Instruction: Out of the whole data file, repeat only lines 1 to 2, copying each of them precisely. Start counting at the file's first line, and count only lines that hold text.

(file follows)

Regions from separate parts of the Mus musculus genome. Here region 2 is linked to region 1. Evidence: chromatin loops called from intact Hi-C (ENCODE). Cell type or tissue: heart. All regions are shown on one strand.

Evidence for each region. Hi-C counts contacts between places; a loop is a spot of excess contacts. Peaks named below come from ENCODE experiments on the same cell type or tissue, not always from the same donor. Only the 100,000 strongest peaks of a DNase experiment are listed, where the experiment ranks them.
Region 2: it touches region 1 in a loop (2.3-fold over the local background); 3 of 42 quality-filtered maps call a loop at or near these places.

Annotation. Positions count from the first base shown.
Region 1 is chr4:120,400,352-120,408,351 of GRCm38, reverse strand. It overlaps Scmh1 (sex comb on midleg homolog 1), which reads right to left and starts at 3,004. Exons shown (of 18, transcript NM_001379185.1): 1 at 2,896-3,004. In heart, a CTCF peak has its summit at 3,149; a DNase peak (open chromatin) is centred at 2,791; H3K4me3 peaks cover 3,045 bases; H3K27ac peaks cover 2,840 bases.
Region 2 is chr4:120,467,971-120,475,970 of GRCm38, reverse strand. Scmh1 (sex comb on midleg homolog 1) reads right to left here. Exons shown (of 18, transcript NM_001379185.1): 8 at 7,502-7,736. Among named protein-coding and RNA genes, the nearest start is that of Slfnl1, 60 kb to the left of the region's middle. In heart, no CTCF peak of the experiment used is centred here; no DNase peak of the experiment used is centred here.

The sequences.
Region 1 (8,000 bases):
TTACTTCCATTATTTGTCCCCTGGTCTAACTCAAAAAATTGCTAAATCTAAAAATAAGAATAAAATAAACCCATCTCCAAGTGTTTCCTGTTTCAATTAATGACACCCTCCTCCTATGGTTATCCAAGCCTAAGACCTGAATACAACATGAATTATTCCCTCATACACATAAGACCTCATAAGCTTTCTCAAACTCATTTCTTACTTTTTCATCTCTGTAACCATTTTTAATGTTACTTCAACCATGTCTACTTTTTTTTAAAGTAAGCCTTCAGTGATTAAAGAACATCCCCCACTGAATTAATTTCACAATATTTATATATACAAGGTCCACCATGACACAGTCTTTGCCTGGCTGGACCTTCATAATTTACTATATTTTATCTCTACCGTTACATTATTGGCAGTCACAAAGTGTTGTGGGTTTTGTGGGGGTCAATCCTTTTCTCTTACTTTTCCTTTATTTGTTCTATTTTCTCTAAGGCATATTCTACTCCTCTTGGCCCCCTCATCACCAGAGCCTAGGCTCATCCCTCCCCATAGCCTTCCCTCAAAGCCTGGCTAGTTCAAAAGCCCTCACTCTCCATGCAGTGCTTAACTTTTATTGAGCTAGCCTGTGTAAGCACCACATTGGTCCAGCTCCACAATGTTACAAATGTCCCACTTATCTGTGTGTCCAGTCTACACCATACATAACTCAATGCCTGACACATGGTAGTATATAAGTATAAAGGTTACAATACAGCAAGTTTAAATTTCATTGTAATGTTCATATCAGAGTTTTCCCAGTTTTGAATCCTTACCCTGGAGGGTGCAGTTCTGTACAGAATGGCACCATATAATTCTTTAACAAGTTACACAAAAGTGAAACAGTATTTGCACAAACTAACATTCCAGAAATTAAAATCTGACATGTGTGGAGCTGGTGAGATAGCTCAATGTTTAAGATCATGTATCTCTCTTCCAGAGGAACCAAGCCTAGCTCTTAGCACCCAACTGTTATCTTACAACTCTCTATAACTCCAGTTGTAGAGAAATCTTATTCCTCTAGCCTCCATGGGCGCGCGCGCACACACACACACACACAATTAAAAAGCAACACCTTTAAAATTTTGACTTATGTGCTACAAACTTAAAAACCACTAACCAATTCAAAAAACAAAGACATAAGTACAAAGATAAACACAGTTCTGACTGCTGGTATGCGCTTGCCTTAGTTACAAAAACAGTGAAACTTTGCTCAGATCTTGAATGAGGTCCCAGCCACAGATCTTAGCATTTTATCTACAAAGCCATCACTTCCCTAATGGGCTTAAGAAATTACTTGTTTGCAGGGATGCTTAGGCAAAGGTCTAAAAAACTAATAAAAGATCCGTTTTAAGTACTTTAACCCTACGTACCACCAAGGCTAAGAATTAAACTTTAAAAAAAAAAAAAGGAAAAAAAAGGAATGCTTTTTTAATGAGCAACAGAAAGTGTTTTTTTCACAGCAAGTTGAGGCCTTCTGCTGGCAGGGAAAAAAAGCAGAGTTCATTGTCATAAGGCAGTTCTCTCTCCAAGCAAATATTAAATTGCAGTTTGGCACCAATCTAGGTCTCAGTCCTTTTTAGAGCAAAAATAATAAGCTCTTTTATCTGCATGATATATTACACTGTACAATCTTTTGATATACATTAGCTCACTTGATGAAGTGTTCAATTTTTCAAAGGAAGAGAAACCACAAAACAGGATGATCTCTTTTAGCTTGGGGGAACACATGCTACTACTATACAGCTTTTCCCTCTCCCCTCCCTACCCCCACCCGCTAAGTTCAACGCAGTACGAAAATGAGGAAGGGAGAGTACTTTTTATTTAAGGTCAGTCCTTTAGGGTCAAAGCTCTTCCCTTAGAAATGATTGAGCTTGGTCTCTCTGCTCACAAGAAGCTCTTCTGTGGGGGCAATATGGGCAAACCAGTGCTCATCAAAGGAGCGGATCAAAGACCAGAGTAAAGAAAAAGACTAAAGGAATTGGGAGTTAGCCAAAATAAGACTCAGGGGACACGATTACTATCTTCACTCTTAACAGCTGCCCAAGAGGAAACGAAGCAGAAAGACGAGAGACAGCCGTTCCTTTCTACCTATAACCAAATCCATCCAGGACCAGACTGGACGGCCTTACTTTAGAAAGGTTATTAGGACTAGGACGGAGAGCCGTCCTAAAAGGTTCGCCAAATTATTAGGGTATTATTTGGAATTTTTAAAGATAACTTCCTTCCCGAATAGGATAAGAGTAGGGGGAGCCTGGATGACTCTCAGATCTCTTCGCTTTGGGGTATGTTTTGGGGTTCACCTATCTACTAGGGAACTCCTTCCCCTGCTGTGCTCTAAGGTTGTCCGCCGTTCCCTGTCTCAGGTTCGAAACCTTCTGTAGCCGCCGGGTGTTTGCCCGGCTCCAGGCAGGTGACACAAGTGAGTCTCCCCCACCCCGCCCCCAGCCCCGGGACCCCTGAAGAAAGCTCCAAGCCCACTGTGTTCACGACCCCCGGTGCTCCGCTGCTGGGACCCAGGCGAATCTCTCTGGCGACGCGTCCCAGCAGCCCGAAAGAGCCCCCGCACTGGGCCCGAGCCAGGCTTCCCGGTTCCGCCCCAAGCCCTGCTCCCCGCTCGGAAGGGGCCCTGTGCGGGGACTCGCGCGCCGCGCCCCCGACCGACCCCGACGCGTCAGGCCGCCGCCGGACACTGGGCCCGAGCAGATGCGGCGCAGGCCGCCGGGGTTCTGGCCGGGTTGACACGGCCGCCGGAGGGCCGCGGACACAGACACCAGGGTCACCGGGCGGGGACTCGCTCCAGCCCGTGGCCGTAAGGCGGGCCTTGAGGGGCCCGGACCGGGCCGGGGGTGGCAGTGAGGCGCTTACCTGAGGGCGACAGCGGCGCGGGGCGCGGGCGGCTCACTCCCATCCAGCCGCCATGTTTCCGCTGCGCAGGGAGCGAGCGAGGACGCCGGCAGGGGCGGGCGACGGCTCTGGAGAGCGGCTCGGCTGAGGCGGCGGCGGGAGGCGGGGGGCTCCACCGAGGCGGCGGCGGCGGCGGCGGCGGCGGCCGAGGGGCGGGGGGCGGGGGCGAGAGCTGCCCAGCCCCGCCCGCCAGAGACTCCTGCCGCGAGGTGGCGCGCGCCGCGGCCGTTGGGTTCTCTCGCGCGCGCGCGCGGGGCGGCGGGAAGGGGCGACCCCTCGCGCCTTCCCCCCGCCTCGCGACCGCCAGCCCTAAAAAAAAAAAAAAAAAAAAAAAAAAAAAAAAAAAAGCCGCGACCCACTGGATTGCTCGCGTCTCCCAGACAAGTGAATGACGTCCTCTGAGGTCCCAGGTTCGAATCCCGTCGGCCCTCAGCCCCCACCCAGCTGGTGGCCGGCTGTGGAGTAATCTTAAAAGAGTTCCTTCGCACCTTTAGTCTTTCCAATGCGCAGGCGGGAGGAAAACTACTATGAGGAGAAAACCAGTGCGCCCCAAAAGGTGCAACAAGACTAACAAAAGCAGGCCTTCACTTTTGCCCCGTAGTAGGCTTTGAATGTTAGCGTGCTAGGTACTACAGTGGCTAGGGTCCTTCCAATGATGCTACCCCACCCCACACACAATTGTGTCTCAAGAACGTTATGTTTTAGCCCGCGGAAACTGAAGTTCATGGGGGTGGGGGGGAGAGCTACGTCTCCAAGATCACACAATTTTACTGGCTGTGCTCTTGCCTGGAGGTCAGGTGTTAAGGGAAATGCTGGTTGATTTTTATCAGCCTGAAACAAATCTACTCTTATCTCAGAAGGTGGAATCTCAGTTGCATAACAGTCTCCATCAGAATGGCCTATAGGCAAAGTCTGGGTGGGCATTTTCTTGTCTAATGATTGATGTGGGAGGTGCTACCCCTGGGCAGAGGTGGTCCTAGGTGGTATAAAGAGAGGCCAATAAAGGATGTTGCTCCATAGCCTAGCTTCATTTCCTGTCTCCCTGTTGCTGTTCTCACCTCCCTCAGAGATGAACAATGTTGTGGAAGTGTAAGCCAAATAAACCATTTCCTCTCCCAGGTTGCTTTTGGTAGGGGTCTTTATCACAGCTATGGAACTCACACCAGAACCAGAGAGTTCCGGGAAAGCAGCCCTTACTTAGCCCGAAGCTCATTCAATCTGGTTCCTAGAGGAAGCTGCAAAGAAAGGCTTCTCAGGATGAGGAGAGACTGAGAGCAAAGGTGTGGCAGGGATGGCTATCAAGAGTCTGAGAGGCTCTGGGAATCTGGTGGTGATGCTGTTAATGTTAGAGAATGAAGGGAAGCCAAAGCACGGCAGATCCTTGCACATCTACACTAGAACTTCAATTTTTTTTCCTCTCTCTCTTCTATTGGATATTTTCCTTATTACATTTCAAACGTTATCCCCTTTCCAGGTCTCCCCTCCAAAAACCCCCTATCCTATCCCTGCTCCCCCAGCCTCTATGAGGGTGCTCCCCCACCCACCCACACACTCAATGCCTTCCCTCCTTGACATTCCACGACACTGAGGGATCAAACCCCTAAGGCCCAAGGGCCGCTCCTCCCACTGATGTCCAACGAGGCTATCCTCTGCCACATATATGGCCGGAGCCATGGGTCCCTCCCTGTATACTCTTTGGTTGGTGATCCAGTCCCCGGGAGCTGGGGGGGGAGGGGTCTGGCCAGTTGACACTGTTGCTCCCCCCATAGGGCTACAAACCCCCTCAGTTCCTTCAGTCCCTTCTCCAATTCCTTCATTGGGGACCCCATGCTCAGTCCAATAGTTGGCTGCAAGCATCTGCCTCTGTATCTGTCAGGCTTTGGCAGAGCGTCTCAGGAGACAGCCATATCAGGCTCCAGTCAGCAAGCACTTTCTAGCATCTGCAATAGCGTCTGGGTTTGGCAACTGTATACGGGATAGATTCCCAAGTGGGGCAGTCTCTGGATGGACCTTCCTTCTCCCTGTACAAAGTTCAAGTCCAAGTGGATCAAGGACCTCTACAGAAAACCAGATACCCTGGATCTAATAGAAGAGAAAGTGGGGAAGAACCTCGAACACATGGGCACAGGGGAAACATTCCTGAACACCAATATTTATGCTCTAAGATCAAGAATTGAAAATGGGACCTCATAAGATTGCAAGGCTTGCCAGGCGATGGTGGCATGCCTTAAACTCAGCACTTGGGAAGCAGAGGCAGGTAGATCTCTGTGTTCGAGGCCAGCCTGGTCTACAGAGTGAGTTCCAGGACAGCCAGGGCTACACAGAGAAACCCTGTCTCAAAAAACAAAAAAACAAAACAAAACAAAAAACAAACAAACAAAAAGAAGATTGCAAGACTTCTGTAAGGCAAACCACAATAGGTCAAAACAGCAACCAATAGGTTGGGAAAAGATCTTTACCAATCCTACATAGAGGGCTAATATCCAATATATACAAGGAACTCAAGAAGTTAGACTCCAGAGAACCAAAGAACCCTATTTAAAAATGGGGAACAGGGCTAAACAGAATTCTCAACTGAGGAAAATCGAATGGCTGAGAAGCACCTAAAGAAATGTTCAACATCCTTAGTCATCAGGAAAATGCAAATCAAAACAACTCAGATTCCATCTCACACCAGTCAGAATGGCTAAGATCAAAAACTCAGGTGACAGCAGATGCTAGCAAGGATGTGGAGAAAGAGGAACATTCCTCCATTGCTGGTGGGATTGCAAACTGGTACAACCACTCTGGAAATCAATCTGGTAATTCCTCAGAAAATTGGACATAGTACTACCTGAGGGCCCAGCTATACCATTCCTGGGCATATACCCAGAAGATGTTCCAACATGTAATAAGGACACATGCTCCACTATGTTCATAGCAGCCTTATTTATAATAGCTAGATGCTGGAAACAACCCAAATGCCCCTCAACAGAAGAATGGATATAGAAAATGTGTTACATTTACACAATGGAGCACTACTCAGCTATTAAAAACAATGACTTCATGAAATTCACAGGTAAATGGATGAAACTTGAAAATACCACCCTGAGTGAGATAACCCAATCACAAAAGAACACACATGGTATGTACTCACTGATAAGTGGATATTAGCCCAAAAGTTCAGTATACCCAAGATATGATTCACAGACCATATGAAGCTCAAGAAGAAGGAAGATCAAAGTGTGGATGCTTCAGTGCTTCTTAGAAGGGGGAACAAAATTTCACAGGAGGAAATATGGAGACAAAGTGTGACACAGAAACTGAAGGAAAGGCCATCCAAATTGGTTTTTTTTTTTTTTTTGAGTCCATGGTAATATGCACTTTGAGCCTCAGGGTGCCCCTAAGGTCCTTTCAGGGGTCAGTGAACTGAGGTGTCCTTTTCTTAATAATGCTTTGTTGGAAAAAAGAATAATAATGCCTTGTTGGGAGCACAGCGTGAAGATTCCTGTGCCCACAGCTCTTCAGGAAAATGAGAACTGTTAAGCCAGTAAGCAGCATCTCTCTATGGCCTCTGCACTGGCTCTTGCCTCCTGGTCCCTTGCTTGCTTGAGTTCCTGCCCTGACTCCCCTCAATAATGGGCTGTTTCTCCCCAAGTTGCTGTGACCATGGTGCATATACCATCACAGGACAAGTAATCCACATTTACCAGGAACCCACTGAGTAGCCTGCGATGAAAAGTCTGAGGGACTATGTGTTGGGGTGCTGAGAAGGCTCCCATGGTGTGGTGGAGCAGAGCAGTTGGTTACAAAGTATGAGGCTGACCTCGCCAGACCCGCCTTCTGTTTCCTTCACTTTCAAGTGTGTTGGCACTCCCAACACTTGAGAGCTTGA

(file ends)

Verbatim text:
Regions from separate parts of the Mus musculus genome. Here region 2 is linked to region 1. Evidence: chromatin loops called from intact Hi-C (ENCODE). Cell type or tissue: heart. All regions are shown on one strand.

Evidence for each region. Hi-C counts contacts between places; a loop is a spot of excess contacts. Peaks named below come from ENCODE experiments on the same cell type or tissue, not always from the same donor. Only the 100,000 strongest peaks of a DNase experiment are listed, where the experiment ranks them.